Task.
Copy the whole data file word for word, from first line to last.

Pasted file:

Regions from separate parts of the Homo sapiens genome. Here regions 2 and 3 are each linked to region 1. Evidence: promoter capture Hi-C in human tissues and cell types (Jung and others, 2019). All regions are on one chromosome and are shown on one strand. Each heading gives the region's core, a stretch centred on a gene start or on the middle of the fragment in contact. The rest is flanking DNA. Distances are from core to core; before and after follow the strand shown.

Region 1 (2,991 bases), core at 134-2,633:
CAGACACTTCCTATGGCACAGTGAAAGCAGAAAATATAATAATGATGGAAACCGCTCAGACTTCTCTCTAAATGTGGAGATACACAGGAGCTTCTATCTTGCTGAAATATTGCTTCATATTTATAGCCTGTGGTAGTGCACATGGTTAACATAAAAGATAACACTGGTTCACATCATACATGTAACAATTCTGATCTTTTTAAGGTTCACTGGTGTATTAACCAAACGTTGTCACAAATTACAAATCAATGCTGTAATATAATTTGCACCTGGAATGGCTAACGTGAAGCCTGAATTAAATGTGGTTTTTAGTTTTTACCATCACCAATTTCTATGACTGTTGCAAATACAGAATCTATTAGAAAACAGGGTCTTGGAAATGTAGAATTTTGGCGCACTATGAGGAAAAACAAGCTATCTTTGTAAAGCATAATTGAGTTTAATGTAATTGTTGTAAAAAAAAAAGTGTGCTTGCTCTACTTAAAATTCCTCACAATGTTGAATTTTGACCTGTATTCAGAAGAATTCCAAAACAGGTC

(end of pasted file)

Regions from separate parts of the Homo sapiens genome. Here regions 2 and 3 are each linked to region 1. Evidence: promoter capture Hi-C in human tissues and cell types (Jung and others, 2019). All regions are on one chromosome and are shown on one strand. Each heading gives the region's core, a stretch centred on a gene start or on the middle of the fragment in contact. The rest is flanking DNA. Distances are from core to core; before and after follow the strand shown.

Region 1 (2,991 bases), core at 134-2,633:
CAGACACTTCCTATGGCACAGTGAAAGCAGAAAATATAATAATGATGGAAACCGCTCAGACTTCTCTCTAAATGTGGAGATACACAGGAGCTTCTATCTTGCTGAAATATTGCTTCATATTTATAGCCTGTGGTAGTGCACATGGTTAACATAAAAGATAACACTGGTTCACATCATACATGTAACAATTCTGATCTTTTTAAGGTTCACTGGTGTATTAACCAAACGTTGTCACAAATTACAAATCAATGCTGTAATATAATTTGCACCTGGAATGGCTAACGTGAAGCCTGAATTAAATGTGGTTTTTAGTTTTTACCATCACCAATTTCTATGACTGTTGCAAATACAGAATCTATTAGAAAACAGGGTCTTGGAAATGTAGAATTTTGGCGCACTATGAGGAAAAACAAGCTATCTTTGTAAAGCATAATTGAGTTTAATGTAATTGTTGTAAAAAAAAAAGTGTGCTTGCTCTACTTAAAATTCCTCACAATGTTGAATTTTGACCTGTATTCAGAAGAATTCCAAAACAGGTC